Websites are the most effective piece of advertising that your nonprofit has complete ownership of. It’s how you present the organization’s brand, personality, and mission while highlighting what sets you apart from the competition.
The Internet as a whole, including the methods in which information is displayed and shared, is changing. One definition of a website is “a collection of individual documents and files made up of text, graphics, colors, links, and formatting that come together to create a complete user experience.” But as the Internet progresses, so should the user’s experience of it.
The journey through websites is currently through something called a sitemap. Sitemaps illustrate the navigation of individual pages, documents and files on a website. Because of this, when visiting a website, the user typically is forced to choose where to go in order to get the information they’re searching for. But as the internet progresses over time, the user’s experience should change with it. Nowadays, websites should function like stories, and there should never be a moment when a site visitor is between pages. The use of individual pages to divide up a website is starting to become outdated, and consequentially, sitemaps are slowly being replaced by what are known as site ‘storylines.’
Let us explain this a bit further…
Storylines describe the basic flow of a website’s content without breaking down each component into individual pages. Websites should communicate their content in a way that flows naturally for the viewer, preventing them from getting “lost” or feeling unsatisfied by what the site has to offer. Collections of pages with content should be combined to form one single page that can be navigated easily.
Similar to a slide-show presentation you might show to a board of directors, your website should feel like a presentation to potential donors, volunteers, and other site visitors. The home page (think of this like your “title” slide) should be an introduction of your nonprofit. From there, you should present your mission along with the key elements of your organization, and conclude with a clear call-to-action. Think of your website content like a story. What are the most important parts? How do you want your story to flow?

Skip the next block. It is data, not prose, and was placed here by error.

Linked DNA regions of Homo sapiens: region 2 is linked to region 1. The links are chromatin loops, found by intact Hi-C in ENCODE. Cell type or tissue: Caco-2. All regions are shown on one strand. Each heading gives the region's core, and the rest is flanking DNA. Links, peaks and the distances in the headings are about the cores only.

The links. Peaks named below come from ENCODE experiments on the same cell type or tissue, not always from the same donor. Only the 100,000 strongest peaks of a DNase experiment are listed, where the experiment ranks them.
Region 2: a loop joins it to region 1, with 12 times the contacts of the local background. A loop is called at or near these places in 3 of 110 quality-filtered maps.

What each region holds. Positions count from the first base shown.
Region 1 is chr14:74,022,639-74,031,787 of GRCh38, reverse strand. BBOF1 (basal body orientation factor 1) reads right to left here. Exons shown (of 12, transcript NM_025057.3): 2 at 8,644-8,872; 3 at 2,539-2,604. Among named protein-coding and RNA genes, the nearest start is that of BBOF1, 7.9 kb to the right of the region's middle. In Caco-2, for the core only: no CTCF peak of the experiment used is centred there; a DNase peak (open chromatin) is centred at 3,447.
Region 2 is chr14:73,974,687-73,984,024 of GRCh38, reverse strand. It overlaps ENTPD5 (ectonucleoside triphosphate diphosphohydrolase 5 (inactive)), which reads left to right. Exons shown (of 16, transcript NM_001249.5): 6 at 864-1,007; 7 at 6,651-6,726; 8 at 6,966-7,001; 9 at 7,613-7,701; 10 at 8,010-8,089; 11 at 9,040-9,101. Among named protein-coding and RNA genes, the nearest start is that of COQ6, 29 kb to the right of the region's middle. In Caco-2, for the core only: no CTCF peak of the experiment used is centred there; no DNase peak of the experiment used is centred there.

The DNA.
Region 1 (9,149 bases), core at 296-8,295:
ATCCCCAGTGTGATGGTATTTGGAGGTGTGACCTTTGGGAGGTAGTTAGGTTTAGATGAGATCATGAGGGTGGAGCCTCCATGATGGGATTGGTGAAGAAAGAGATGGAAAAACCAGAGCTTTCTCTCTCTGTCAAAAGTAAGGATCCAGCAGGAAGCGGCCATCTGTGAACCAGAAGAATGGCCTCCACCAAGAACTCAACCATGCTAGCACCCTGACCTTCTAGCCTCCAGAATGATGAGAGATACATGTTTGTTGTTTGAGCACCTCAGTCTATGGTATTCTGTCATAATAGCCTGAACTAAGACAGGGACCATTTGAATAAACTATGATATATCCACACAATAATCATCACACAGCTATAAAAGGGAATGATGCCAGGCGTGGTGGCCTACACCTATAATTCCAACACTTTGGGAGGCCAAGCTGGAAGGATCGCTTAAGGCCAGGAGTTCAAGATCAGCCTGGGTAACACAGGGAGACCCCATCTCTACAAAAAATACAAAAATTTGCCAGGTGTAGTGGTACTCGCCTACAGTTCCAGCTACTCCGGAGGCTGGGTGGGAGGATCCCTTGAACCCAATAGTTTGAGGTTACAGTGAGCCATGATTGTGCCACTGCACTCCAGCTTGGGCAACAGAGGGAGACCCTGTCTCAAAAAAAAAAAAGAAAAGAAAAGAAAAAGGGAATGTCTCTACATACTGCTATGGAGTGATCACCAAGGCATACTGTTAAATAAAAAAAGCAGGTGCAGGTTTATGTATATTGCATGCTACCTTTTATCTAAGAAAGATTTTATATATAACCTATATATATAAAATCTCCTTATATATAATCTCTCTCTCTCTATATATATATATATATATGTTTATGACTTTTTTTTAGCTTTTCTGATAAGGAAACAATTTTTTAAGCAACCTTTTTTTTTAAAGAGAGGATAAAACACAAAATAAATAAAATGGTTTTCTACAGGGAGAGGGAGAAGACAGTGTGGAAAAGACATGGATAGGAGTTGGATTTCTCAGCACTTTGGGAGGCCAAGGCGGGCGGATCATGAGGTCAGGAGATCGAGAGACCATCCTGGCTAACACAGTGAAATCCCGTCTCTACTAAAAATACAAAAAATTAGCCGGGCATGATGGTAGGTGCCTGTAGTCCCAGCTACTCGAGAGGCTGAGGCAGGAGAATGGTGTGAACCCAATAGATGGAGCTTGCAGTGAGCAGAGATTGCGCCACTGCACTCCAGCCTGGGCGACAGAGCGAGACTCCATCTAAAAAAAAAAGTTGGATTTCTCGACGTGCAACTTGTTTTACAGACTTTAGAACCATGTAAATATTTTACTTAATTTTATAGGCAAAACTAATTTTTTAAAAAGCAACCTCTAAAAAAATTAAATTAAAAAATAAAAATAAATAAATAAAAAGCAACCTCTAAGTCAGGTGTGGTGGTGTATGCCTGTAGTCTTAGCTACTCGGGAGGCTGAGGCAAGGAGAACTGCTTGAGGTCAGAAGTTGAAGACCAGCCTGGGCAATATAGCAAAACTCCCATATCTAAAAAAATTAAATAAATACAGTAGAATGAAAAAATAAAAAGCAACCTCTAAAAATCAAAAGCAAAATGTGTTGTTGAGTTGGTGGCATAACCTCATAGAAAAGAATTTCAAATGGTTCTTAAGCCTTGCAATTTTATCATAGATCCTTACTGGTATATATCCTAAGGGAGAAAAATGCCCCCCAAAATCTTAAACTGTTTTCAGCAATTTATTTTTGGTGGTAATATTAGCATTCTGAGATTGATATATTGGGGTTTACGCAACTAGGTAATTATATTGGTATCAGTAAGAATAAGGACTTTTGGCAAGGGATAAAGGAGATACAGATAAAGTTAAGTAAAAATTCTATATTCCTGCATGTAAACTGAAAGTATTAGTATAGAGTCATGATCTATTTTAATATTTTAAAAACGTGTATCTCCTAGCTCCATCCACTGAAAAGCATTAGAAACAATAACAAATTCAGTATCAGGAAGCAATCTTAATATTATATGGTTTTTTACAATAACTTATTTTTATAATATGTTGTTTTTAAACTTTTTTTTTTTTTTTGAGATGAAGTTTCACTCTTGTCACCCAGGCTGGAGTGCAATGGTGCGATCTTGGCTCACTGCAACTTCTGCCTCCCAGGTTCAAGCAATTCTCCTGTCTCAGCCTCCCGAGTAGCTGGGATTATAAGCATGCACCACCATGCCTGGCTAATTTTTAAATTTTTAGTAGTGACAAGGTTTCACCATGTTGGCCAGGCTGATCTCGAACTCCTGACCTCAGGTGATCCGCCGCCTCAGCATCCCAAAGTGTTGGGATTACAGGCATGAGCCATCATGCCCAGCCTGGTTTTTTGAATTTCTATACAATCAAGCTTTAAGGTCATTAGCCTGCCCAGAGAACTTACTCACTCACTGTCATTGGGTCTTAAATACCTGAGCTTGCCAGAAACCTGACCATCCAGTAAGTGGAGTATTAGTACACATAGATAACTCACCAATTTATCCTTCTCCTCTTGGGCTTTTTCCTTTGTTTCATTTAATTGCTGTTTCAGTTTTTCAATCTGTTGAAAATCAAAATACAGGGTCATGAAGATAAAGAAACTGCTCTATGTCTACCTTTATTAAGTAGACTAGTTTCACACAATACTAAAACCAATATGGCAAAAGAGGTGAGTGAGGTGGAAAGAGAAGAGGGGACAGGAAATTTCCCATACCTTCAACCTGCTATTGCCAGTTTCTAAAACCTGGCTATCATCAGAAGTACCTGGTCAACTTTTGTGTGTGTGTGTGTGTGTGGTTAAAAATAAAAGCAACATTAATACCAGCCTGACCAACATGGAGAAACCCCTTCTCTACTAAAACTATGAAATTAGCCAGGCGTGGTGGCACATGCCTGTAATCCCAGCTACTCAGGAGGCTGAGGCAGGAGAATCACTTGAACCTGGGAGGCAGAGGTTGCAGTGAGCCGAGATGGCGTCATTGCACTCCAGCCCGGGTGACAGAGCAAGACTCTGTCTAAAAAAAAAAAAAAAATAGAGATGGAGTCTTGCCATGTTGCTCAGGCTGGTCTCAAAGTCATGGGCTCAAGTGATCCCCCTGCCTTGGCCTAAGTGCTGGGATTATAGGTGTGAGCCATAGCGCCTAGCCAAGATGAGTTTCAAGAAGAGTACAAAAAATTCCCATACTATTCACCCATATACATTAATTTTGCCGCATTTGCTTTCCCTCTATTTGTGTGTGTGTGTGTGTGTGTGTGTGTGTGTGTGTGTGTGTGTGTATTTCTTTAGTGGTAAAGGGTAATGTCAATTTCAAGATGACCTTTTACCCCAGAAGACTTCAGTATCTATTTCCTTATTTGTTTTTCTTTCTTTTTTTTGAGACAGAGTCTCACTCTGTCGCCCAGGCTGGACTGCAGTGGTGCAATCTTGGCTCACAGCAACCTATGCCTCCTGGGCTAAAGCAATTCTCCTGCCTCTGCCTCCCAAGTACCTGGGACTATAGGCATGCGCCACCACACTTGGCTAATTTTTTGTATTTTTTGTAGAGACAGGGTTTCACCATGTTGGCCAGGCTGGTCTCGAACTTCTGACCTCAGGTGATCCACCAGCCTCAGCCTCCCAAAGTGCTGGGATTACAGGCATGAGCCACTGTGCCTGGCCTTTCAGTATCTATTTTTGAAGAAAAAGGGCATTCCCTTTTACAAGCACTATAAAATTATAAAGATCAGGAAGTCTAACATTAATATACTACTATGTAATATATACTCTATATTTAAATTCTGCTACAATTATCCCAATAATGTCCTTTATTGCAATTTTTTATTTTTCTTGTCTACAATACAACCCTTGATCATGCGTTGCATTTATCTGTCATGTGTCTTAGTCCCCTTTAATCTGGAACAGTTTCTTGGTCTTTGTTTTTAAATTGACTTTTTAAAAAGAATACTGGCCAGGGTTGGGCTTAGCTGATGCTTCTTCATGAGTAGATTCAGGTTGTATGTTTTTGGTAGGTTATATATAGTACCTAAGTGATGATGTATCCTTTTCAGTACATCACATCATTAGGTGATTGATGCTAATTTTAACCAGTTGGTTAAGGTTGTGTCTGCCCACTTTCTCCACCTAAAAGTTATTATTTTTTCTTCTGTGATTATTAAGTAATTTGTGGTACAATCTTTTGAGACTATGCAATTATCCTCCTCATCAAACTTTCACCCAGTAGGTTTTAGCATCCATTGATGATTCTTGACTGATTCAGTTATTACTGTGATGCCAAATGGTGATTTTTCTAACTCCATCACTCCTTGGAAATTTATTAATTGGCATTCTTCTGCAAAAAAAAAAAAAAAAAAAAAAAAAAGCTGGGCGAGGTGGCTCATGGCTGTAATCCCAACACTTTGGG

The content of your site should automatically load as visitors scroll through the page. Think of Facebook’s Timeline: as you scroll down the page, Facebook automatically loads more and more content. Your website should be tree-like, with more information branching out from main points when either clicked or moused over.
A website titled, Startups, This Is How Design Works is a great example of how to present information. The table of contents always appears at the top of the page for simple, straight-forward navigation. Throughout the site, visitors can click on and mouse over icons to display more information. By requiring someone to perform an action (like clicking) in order to see additional information, you’re keeping the page clean, and preventing clutter. The best part about this example is that when a graphic is clicked or moused over, the additional displayed information can be read by any search engine, which can improve your overall search engine ranking without cluttering your site and confusing your visitors.
Good storytelling doesn’t have to be obvious. Often times the greatest stories can be told in the smallest details. If your organization has passion combined with an important mission, take the time to let that reflect on your website. By telling your audience the story of your nonprofit in an organized, modern way, you’ll be more likely to see positive feedback that could result in more donations, volunteers, sign-ups, etc.
If you have any questions about user experience, web design, or content creation, contact us!
By: Katie Kelderman, Social Media Strategist